Well, y’all, I did it. My second draft readers – Dianna, Christiane and Jenni – all have their copies of “There With You” (my working title, in case you missed the last post) and are reading away. I’m trying really hard to not freak out about this, but the questions “What if it sucks?” and “What if everyone makes fun of me?” were groaned by me in a moment of panic. The answers are very simple: “I will fix it” and “Screw them, they didn’t write a book.” Still, it’s a scary/exciting thing.
Here’s what else happened in May:
BBCE selected “The Uncommon Reader” by Alan Bennett for May. It’s a short, funny novella. Queen Elizabeth’s dogs get loose and run into a mobile library. When the Queen goes to get them, she feels obligated to check out a book. Suddenly she finds herself obsessed with reading and devours every book she can get her hands on. Her new passion begins to have an effect on the decisions she makes, the way she interacts with people and even allows her to give herself a chance at a more creative life – something she’d never been allowed before.
I checked out “Sailing Alone Around the Room” by Billy Collins from the library at Dianna’s suggestion. Collins wrote the “Forgetfulness” poem that I love so much. The thing about poetry, though, is that for me it’s a leisurely read. There’s nothing super compelling about it to keep me turning the pages. I love it, but I need to be able to put it down and then pick it back up whenever I feel like it. Long story short, I only read about half of this before it was due back at the library.
My friend Jessica loaned me “The Old Maid: The ‘Fifties” by Edith Wharton, which was another quick read. It’s a novella that was originally published as a magazine series in the 1920s. The story centers around two cousins who are part of New York City high society in the 1870s. Delia marries into the proper family, has children and carries on the traditions of her upbringing. Her cousin Charlotte has a child outside of marriage that lives in an orphanage under Charlotte’s care until Charlotte confesses to Delia, who agrees to bring up the girl, Tina, as one of her own. So everyone lives together under one roof, but Tina doesn’t know her true parentage and considers Delia her mother and Charlotte her old maid aunt. It’s interesting to see the dynamic play out, which each woman feeling she has claim as Tina’s parent and feeling jealous of the other one’s role. Especially since Charlotte’s baby daddy is Delia’s first love whom she was not allowed to marry. DRAMA.
The San Antonio Botanical Garden hosted Slab Cinema‘s free outdoor movie screening, Starlight Movies in the Garden, at the beginning of the month. As soon as I heard the movie was “Singin’ in the Rain,” I was so there. God, I love that movie. I hadn’t watched it in ages and it made me so happy to see it again (I had to stop myself from quoting lines and singing along) and in such a cool setting! The series continues in the fall with “Rebel Without a Cause” and “Roman Holiday.” There and there!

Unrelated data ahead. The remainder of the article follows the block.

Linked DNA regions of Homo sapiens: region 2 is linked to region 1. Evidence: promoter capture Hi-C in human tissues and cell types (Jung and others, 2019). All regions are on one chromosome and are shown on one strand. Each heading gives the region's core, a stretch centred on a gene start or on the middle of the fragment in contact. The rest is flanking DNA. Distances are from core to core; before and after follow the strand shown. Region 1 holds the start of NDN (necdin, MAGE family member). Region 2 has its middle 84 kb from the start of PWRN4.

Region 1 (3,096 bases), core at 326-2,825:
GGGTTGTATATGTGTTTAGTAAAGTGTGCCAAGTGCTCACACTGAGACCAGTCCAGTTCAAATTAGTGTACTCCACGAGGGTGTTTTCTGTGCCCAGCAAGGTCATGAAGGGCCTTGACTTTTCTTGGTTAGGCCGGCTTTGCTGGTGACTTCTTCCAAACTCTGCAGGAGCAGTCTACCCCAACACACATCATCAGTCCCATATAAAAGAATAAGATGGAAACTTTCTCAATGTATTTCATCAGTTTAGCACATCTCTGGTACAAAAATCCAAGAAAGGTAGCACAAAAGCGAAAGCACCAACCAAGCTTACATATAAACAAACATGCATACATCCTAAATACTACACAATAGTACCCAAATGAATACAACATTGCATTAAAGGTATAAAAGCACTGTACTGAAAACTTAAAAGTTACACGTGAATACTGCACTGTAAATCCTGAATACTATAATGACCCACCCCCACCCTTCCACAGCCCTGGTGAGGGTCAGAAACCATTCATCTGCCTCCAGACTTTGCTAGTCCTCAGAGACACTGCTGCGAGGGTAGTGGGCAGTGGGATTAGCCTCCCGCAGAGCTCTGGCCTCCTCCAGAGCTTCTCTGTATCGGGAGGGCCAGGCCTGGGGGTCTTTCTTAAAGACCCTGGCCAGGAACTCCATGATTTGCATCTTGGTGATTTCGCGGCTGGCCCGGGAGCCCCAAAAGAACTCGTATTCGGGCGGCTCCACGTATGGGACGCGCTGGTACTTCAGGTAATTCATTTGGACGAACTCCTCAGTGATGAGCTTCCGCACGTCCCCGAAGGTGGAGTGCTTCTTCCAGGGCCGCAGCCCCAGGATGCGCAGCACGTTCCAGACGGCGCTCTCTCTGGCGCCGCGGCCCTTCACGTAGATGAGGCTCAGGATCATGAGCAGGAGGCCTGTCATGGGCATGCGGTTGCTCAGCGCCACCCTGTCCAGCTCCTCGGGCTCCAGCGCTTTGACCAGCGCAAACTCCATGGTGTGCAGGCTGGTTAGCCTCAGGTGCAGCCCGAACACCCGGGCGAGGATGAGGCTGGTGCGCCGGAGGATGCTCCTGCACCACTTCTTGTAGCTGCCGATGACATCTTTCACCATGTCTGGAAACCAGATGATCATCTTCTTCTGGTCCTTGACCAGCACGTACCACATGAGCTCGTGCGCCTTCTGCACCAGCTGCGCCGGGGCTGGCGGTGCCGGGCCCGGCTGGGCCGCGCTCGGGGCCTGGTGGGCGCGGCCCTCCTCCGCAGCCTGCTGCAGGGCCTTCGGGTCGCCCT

Like everyone else on the planet, I saw “The Avengers.” Twice, actually. And I’d go a third time (but only during the cheap times) because it was very fun. And holy cow, is there a lot of man candy on that screen!
I already posted about it, but here it is again: My BFF Dianna’s site. She’s currently making a series of videos where she portrays Johanna Mason from the second and third Hunger Games books. Very cool stuff.
The Passion Series. A collection of short films, each about a different person and his/her creative passion. Also very cool stuff.
Lori Portka’s Spreading Happiness Through Art. Site and blog by a woman who became an artist in her 30s (after reading “The Artist’s Way” ) and reinvented her life.
Flavorwire’s awesome bookshelf slideshow. I want!
Shakespearean insults. Now that’s how you class up an argument (and confuse the hell out of your opponent.)
Amazon’s list of Top 10 Well-Read Cities in the US of A, by way of Huffington Post Books. Not one of them is from TX, either. Start reading, y’all!
BookRiot’s flowchart on Dan Brown’s writing process. Hilarious. I would love to see one for Nicholas Sparks.
Jacqueline Novogratz’s advice to graduates. Beautiful.
Gretchen Rubin (of The Happiness Project) shares 7 tips on sparking creativity.
A list of the 10 best literary bars in Manhattan. Sam, Dianna… this is what we’re doing when I come visit.
Coming up in June
While my readers are plugging away, I’m going to do some research on writing conferences where I could get some face time with agents or editors. There’s one in Austin at the end of June that would be kind of perfect, except it’s crazy expensive since I missed the early bird deadline (even doing the one-day YA-focused thing would be like $400. Ouch.) I’m also going to see what contests are going on right now. I probably have some short stories or poems in me that are worth submitting. Who knows, I might just earn some extra cash and a chance at publication.